2060. We showed that source separation provides better quality materials, higher volume and higher participation rates. We said that at the beginning, and it took us a while to show it. That is why we are happy to compete, but we want a level playing field, and we want the process to measure the added value that we bring, because it does not do that at present.

2061. Mr O’Loan: You may have already answered my second question.[Laughter.] If you could make one change to the procurement system, what would it be?

2062. Mr McMullan: We need more intelligence in the procurement process. I made the point that from our experience, what is procured is what can be defended but not is necessarily what is best. Procurement professionals need to be pushed to identify how they can amend the programme or use it better. They must train their professionals and the council professionals, because we find that there are significant impediments in talking to procurers at council level, where the process is even less sophisticated. That is interesting, given our view that the CPD process is not all that sophisticated either. There must be improvements in procurement training and development.

2063. Mr McGinn: There is no doubt that CPD has expertise in what it does, but I know that it will bring in consultants to help determine what is needed. Quite often, the people who are already doing the work and carrying out research may be best placed to offer the best solution. We have been made aware by CPD that we may continue to offer a variant bid in tenders, but it will only be judged if the compliant bid actually wins.

2064. Mr McMullan: That is silly.

2065. Mr McGinn: That seems to preclude what could be the best option.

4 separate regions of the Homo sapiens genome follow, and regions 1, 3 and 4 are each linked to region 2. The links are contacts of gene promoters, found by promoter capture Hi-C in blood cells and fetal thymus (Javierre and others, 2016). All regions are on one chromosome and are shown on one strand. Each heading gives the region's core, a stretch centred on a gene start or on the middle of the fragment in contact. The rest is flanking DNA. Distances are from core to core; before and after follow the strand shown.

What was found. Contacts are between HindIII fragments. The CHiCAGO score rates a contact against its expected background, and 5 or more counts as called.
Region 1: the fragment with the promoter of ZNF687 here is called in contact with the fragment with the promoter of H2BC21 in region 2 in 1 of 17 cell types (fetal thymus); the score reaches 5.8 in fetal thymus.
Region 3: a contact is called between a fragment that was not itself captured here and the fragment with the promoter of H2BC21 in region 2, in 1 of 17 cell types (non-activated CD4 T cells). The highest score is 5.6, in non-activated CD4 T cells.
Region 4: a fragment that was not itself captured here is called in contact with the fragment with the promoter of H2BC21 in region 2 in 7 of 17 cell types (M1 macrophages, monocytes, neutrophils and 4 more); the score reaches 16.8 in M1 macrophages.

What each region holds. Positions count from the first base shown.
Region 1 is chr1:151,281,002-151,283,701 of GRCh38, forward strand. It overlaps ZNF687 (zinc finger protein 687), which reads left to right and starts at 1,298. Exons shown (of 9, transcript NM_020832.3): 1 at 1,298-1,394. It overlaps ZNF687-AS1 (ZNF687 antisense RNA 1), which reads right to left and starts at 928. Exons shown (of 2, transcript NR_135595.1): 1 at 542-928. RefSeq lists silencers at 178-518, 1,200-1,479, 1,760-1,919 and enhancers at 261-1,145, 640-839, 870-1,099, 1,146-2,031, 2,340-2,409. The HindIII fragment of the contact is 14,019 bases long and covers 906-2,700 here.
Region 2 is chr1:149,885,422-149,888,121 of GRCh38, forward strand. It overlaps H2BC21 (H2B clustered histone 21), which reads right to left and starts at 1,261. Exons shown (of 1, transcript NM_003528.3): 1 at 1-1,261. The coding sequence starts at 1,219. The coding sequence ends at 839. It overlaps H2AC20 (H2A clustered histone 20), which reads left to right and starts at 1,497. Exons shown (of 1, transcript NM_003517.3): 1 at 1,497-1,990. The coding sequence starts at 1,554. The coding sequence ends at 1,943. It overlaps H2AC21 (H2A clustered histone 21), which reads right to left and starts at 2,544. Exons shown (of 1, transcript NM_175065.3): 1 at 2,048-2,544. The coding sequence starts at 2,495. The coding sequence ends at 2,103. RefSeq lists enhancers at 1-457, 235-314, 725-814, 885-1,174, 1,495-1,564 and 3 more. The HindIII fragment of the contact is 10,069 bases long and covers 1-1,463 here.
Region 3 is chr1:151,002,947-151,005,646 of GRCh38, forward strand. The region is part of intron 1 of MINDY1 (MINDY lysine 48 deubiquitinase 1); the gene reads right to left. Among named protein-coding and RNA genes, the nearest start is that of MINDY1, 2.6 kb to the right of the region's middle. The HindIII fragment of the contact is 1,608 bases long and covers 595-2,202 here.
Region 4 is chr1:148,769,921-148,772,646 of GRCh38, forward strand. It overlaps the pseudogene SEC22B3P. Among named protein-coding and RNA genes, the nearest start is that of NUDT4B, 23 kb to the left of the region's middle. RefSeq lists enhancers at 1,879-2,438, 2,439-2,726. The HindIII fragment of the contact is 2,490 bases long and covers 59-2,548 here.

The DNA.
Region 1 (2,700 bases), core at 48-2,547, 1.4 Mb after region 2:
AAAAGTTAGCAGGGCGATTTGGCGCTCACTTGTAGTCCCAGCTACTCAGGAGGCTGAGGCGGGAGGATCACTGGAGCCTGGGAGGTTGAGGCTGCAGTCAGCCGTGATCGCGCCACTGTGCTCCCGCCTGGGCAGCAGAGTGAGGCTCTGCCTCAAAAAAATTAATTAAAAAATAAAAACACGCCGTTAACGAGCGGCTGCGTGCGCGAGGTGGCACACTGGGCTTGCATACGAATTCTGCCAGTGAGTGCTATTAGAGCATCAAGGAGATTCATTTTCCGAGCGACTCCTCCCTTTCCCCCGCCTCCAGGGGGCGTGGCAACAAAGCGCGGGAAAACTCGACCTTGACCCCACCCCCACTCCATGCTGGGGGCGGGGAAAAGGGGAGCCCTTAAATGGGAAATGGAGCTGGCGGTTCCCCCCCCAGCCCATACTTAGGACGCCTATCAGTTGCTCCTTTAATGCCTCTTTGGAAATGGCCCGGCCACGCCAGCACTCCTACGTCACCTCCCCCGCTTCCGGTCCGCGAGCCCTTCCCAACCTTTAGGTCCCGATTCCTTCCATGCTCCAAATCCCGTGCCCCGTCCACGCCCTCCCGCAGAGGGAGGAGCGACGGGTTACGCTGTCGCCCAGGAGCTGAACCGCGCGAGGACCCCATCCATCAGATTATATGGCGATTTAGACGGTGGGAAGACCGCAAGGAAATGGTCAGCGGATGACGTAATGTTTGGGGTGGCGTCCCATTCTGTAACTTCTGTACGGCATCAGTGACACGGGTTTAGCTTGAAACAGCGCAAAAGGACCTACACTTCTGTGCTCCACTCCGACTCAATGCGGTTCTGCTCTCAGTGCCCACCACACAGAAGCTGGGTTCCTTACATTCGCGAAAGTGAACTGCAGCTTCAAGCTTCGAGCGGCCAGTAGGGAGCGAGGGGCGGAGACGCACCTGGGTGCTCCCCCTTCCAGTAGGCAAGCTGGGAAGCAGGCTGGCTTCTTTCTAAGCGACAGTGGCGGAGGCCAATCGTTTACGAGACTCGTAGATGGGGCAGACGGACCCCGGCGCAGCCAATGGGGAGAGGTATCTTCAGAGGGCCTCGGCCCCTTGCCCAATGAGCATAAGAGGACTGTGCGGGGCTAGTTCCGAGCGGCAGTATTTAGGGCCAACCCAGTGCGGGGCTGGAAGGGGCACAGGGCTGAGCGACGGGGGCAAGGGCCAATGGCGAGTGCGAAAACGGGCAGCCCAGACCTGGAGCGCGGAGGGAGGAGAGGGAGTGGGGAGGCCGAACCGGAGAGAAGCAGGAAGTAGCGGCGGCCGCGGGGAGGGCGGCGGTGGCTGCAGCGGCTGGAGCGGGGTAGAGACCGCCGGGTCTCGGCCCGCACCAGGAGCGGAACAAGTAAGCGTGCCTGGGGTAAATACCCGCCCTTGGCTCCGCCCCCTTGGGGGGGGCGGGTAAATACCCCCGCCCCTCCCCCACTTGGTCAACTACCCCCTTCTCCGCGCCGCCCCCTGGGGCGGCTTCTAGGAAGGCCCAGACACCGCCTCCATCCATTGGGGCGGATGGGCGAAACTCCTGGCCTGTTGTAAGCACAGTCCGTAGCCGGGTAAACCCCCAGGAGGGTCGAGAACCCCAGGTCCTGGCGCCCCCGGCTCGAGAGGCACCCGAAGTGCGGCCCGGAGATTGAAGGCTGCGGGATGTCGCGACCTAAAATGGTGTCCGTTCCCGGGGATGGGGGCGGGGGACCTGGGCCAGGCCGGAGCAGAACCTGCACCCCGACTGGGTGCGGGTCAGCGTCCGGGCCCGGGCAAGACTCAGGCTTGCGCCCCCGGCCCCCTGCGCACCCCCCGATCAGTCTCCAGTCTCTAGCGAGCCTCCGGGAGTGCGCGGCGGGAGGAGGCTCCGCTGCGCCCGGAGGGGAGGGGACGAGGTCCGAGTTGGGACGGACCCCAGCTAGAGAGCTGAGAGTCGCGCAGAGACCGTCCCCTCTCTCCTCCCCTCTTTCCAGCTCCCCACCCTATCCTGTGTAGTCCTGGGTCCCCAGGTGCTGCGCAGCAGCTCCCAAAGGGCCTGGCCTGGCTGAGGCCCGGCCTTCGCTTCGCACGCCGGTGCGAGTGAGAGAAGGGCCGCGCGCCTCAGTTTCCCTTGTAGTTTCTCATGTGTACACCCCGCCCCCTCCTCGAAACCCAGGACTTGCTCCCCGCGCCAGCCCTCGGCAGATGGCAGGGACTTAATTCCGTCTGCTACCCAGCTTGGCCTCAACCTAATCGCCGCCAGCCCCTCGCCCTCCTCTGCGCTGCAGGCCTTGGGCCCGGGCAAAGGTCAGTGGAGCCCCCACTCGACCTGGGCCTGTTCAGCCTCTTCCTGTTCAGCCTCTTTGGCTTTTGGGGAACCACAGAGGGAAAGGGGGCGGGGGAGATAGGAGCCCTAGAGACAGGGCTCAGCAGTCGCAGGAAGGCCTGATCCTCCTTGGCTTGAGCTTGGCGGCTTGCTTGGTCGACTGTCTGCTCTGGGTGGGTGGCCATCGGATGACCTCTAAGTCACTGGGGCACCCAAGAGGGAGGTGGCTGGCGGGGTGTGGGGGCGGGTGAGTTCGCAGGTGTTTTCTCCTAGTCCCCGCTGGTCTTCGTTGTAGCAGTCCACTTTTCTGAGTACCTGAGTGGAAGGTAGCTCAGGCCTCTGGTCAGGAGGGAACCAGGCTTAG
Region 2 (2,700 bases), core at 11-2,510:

2066. Mr McLaughlin: Thank you very much. It was a very interesting presentation, and has the credibility that arises from the record of Bryson, so it was quite authoritative. I am interested in social clauses, in relation to which you discussed the need for robust academic research. Will you briefly explain that? I understand and support what you are looking for, but will you explain what you have done so far. Have you discussed it with academics or the Department?

2067. Mr McMullan: The Bryson Charitable Group has applied, through the University of Ulster, for what is called the knowledge transfer partnership. For those who may not be aware of it, that involves a university bringing its academic expertise, across the range, to help an organisation become better. When we have spoken to procurement professionals, they have told us that we need to have robust numbers in relation to the added value that a social enterprise can bring. This will help us, and help the procurement specialists when scoring a particular bid, because all procurement comes down to how many points are awarded for the presentation of a proposal.